The Role of Peptide- and Peptidomimetic-based Cathepsin-C Inhibitors in Inhibition of Necrosis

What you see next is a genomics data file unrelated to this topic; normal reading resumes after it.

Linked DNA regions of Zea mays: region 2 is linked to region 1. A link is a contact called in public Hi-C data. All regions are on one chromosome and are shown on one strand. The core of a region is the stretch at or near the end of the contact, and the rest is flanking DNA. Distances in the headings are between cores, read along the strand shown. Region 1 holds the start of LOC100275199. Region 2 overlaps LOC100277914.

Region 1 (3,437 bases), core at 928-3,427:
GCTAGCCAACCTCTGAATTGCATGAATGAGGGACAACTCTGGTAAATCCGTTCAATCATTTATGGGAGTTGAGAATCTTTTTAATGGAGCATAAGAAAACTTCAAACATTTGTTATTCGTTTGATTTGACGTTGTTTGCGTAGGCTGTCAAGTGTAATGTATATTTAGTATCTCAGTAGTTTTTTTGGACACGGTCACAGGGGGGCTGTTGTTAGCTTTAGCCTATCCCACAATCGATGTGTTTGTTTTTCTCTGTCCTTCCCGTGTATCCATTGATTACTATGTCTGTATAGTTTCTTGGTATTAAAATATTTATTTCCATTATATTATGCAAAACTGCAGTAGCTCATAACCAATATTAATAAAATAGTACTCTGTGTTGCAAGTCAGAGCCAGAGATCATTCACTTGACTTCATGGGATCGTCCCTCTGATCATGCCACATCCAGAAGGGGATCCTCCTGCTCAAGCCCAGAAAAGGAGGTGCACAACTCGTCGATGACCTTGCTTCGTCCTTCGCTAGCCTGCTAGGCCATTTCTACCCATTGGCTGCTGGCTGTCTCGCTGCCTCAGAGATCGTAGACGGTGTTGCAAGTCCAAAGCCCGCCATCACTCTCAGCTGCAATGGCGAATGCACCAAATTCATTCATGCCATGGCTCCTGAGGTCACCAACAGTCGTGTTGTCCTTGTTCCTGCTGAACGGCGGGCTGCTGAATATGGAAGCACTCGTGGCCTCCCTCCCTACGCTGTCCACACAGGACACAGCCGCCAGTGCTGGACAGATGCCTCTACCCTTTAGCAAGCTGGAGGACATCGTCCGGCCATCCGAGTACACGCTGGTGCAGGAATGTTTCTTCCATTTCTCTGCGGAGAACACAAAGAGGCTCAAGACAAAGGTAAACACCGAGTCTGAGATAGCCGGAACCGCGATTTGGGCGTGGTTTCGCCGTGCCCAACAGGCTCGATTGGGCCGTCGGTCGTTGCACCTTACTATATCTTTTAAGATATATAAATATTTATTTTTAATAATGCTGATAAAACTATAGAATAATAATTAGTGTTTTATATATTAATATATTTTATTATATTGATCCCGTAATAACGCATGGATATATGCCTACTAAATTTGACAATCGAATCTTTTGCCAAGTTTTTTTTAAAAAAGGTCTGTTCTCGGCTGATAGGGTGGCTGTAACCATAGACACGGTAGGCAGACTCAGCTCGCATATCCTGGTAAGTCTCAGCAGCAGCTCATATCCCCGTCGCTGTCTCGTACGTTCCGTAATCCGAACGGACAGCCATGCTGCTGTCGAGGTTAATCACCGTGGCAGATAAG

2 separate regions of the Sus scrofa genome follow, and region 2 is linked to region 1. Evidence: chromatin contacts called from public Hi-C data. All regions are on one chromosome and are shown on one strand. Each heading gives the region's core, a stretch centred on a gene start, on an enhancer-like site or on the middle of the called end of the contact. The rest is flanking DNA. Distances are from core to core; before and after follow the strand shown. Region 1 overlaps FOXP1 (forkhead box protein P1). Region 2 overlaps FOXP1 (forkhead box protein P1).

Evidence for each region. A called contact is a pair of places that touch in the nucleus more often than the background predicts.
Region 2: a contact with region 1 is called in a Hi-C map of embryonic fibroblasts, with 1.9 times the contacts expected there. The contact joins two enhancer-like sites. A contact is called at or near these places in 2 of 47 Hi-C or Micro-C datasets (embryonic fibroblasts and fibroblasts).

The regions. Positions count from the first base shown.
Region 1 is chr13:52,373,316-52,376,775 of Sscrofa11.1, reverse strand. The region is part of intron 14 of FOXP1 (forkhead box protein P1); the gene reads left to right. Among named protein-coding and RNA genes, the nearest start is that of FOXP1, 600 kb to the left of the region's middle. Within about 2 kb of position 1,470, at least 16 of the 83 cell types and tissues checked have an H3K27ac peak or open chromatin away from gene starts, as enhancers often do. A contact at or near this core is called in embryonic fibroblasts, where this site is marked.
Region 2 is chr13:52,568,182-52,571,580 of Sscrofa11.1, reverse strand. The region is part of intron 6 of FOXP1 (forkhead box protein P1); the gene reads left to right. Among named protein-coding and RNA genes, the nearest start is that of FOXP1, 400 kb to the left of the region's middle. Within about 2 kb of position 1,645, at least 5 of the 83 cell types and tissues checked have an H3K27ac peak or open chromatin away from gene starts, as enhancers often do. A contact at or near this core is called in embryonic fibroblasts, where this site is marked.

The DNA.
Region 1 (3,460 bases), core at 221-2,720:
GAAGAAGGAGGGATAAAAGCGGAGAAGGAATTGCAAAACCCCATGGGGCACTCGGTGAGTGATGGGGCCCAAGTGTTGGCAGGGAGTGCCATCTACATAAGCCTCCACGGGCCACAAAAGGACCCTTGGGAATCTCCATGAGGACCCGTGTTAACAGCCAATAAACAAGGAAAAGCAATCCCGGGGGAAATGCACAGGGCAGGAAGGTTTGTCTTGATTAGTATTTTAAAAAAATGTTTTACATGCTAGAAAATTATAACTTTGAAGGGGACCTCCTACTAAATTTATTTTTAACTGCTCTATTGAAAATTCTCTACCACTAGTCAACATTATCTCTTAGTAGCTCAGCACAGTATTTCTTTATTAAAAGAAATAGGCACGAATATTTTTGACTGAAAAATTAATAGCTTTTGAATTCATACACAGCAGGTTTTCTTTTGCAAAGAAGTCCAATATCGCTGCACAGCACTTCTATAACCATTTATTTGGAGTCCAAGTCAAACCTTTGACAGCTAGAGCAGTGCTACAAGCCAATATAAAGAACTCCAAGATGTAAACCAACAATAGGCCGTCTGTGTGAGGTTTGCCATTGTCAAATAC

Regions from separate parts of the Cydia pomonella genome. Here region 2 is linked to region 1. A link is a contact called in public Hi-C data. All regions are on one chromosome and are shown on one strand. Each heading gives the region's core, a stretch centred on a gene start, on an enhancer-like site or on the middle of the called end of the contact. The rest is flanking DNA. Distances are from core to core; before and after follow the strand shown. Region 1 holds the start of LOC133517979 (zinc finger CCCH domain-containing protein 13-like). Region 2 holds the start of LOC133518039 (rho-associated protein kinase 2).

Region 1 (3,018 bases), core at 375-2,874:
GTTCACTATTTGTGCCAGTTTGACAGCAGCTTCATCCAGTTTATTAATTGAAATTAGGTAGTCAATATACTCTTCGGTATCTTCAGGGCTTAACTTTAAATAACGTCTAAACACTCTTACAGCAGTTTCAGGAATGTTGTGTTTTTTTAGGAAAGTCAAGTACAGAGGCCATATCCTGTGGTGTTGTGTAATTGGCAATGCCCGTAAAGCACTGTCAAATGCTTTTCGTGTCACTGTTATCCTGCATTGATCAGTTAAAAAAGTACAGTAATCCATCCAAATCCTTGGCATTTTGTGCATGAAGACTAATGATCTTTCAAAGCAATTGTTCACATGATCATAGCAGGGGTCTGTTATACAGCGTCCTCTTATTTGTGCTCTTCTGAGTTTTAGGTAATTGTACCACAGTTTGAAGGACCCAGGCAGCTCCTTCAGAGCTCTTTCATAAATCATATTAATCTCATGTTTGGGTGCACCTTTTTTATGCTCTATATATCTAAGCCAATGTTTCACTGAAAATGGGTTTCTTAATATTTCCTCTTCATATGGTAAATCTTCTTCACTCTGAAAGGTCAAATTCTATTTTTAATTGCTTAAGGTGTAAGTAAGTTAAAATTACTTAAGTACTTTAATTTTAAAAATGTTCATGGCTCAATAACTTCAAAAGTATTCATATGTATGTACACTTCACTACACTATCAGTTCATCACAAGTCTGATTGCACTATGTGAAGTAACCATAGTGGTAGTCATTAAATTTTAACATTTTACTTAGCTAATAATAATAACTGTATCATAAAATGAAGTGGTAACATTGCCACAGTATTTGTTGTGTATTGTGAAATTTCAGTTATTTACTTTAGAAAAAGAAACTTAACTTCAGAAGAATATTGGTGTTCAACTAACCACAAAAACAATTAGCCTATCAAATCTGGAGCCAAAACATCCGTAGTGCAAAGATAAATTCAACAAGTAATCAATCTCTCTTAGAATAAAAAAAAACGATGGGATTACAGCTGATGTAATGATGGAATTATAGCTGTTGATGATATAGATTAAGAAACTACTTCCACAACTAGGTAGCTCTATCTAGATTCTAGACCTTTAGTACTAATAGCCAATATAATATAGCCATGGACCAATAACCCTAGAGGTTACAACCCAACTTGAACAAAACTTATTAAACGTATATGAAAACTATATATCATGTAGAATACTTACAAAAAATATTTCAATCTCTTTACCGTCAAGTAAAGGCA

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The two most known forms of cell death are apoptosis and necrosis. Apoptosis is a controlled form of cell death. Necrosis was previously thought to be a more disorderly form of self-destruction. Recent research, however, suggests that the process of necrosis is much more controlled than it has been understood to be. In fact, this systematic necrotic process plays a critical role in many harmful health conditions. For example, it is involved in the obstruction of blood vessels, neurodegenerative diseases, infection, inflammatory diseases, exposure to toxins, and cancer. This study builds on research done by Prof. Ilana Natan at Ben-Gurion University and Prof. Amnon Albeck at Bar-Ilan University. Their research identified increased elastaselike proteolytic activity in cells exposed to necrosis inducers. In necrosis, proteolytic enzymes catalyze the hydrolysis of peptide bonds in proteins and peptides. It follows that the development of protease inhibitors may be important in the treatment of various disease states. This study focuses on the inhibition of a specific enzyme, Cathepsin C, which is a cysteine protease. Six inhibitors of the enzyme Cathepsin C were synthesized to be used in several experiments. The preliminary experiment tested if the compounds inhibited Cathepsin C’s activity when the enzyme was isolated. Then, the compounds were tested in live cells. In the first live cell experiment, rat heart cells in simulated hypoxic conditions were incubated with the inhibitors. In the second live cell experiment, the compounds were incubated with PC-12 cells in which necrosis was induced by toxic KCN, or potassium cyanide. KCN is a substance that is toxic to cells because it interferes with the activity of cytochrome c oxidase, thereby inhibiting oxidative phosphorylation and cellular respiration. 4 The last experiment involved exploring how protective effects of the compounds vary depending on the compound concentration. These experiments shed light on the role of Cathepsin C and proteases in the controlled process of necrosis. Furthermore, identifying the cellular processes and key enzymes involved in necrotic cell death will not only provide insight into the mechanism of necrosis, but will also direct the development of drugs that prevent necrosis.
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